• April 16, 2024

I want to retire in a college town with warm weather and lower taxes — where should I go?

Dear Catey,

We are a couple of doctors and engineers looking to retire in 10 to 15 years. After spending most of our adult lives in several cold places (including Wisconsin and Illinois), we want to move south and retreat there. Our plan is to take up jobs in or near areas where we ultimately want to retire.

We’re looking for liberal, medium-sized, culturally diverse university cities with access to good health care and low taxes in Arizona, Tennessee, or North Carolina. Your suggestions are very much appreciated.

Thank you,

Dear NM,

First of all, congratulations on your retirement planning so far. While many people can’t do what you plan to do, moving to where you plan to retire all day is a smart idea. By working in the area, you can meet people and make friends before you retire.

Another compliment to both of you, it sounds like you’ve done a lot of research on where to retire after narrowing it down to three states. Here are a few points to consider.

Chattanooga, Tenn.

A view over Chattanooga.


Outside Magazine calls it the “best city ever” (it won the best cities competition of this publication twice) and both Kiplingers and our sister publication, the Wall Street Journal, welcome it as a great place to retreat.

A look at the advantages of Chattanooga shows why: “Chattanooga, Tennessee, is located on the Tennessee River at the foot of the Appalachian Mountains and has transformed itself from a humble city into an extremely clean high-tech city (gig) over the past few decades. City” was the first company in the US to offer gigabit internet speeds. It’s an outdoor family destination that has hiking trails, rock climbing, museums, one of the best educational aquariums in the world, and tons of restaurants and entertainment venues. ” writes the New York Times, adding that Chattanooga is a “breath of fresh air”.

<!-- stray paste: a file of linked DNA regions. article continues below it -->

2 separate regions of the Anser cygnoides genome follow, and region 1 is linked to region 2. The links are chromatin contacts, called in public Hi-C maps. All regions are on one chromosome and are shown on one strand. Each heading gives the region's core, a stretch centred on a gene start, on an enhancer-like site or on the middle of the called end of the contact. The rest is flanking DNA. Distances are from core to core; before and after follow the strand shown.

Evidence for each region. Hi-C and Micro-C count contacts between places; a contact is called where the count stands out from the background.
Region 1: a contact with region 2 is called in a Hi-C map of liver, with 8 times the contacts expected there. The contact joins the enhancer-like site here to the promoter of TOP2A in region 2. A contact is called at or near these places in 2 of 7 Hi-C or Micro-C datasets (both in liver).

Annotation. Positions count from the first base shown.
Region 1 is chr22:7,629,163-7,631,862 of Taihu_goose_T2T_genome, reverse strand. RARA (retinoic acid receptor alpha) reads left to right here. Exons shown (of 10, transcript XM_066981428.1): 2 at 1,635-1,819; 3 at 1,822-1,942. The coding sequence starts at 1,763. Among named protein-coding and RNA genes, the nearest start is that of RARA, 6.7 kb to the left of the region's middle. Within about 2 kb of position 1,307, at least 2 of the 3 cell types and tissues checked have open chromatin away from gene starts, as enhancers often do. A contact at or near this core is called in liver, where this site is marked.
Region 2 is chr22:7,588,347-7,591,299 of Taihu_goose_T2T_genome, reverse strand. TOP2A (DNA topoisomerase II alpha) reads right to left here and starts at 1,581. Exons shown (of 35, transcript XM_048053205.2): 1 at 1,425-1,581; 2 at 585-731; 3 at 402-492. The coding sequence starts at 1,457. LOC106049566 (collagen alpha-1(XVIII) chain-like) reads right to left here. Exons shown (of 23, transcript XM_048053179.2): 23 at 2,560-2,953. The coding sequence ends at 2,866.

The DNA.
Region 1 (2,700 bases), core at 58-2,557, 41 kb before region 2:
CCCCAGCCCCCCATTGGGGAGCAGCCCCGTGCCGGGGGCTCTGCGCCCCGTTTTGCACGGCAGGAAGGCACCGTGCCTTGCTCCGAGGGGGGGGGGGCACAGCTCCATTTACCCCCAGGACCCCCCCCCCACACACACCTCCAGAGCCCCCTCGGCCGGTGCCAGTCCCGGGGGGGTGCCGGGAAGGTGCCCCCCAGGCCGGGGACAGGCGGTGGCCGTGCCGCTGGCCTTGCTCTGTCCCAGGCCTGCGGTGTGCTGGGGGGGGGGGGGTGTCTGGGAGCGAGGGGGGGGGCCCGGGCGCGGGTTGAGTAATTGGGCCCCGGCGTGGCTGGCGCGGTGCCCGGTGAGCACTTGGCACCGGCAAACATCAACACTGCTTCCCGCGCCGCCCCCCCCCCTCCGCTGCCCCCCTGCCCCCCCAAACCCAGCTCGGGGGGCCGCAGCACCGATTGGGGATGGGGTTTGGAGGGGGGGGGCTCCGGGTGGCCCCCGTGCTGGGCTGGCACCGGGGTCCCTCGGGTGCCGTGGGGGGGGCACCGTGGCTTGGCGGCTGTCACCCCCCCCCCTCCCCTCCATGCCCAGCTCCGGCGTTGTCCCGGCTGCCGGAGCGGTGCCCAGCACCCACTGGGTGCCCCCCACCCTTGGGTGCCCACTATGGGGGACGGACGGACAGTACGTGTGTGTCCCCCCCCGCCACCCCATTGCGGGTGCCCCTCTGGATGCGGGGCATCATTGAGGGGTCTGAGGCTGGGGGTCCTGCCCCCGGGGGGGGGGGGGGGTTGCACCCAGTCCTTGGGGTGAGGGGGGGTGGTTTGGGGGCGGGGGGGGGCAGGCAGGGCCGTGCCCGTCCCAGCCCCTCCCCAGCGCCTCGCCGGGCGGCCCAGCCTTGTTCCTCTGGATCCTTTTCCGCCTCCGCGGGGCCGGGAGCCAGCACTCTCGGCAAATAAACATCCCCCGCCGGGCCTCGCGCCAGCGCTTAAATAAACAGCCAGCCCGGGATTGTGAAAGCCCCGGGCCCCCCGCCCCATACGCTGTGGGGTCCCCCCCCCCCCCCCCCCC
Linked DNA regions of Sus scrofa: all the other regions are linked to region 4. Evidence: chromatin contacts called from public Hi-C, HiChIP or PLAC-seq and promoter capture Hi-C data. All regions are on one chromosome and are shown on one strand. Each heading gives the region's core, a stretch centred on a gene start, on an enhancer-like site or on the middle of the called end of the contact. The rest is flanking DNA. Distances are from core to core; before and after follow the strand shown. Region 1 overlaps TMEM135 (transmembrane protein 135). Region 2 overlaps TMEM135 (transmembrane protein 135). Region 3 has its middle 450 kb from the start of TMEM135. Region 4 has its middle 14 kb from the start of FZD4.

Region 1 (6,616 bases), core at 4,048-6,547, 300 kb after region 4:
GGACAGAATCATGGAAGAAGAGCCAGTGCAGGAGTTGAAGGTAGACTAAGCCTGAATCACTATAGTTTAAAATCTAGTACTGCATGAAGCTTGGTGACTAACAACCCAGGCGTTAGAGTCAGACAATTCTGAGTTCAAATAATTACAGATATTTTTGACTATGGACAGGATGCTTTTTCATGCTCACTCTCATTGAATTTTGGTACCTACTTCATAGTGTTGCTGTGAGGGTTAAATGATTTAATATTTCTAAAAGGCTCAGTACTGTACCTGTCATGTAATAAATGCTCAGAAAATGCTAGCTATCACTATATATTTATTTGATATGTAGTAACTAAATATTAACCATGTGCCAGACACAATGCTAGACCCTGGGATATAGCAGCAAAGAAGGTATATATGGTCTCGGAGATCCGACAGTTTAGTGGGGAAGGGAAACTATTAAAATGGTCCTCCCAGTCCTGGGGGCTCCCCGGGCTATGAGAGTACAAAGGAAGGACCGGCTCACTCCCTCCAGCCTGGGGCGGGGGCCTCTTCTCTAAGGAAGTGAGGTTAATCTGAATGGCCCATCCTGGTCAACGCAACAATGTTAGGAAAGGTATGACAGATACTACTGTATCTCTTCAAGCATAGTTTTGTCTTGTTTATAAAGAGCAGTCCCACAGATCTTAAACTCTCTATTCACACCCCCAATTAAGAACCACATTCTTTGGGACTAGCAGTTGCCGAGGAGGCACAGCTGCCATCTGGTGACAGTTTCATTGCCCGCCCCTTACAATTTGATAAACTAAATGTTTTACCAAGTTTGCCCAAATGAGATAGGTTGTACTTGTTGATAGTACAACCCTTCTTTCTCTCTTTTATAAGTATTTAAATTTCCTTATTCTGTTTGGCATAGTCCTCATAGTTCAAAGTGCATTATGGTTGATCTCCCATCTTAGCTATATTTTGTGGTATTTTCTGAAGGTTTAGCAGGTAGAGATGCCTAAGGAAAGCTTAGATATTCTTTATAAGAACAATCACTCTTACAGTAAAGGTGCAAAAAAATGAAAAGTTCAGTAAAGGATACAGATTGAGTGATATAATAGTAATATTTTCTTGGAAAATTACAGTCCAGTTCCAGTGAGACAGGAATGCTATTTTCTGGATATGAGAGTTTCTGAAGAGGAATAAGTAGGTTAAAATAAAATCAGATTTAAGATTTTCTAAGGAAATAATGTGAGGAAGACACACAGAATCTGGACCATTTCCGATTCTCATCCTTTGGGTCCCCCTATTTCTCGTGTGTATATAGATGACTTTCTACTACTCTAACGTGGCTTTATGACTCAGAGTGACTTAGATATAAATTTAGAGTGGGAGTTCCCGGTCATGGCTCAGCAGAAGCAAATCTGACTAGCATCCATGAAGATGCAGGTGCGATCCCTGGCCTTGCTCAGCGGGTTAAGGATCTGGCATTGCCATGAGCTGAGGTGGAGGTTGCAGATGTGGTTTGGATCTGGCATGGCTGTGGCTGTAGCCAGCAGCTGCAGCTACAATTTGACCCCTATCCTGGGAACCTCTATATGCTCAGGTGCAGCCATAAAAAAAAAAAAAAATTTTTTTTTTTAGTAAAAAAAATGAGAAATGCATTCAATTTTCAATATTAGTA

It has a lot to offer you in particular leans liberally and is a medium-sized city (approx. 175,000 inhabitants) that is also a university town (home of the University of Tennessee at Chattanooga). Kiplinger highlights the hospitals in the region: “Health care is provided through the Erlanger Health System, which has five hospitals in Chattanooga,” he writes, and there are others about an hour and a half from Atlanta. That has countless other hospitals.

Plus that The cost of living in the US is well below averagewhich can make up for a somewhat high sales tax. Tennessee has no income taxand Kiplinger concludes that it is one of the most tax-friendly states for retirees.

The disadvantages: it can get hot and humid here Wall Street Journal NotesSometimes it seems like a lot is being built.

Tempe, Ariz.

Papago Park in Tempe.


Tempe checked many boxes for the two of you: It’s a college town (home of Arizona State University) that leans liberallyis something diverse (approximately one in four residents is of Spanish descent and more than one in ten is either black or Asian) and of medium height (approximately 175,000 residents). for Sperling’s best seats.

Thanks to its proximity to Phoenix and year-round warm weather, it also offers great access to health care. Granted, it can get very hot in summer and in Arizona is not quite as tax-friendly for retirees as some states – Thanks in part to a high sales tax rate (although this tends to be the case) to have low property tax rates and does not tax social security). More information about Arizona taxes can be found here.

Other advantages of Tempe: The Downtown has More than 100 shops and restaurants to enjoy, and it is too something artistic (There’s an orchestra, a place to watch Broadway shows, lots of museums, and a big annual arts festival). Plus, you’ll have great access to nature (and great weather to enjoy) including hiking, biking, and a city lake and more.

Winston-Salem, NC

Reynolda Gardens in Winston-Salem.


I have recommended this city to a retiree in the past for many reasons: It’s a university town with a low cost of living, a friendly atmosphere, lots of shopping and recreation options, and solid health care options – so you can read my full description here. I’m going to add a couple of things you asked for that I didn’t mention there: The city is liberal, according to Sperling’s Best Places, and North Carolina, according to Kiplinger, is a mixed bag when it comes to the taxes retired people worry about.

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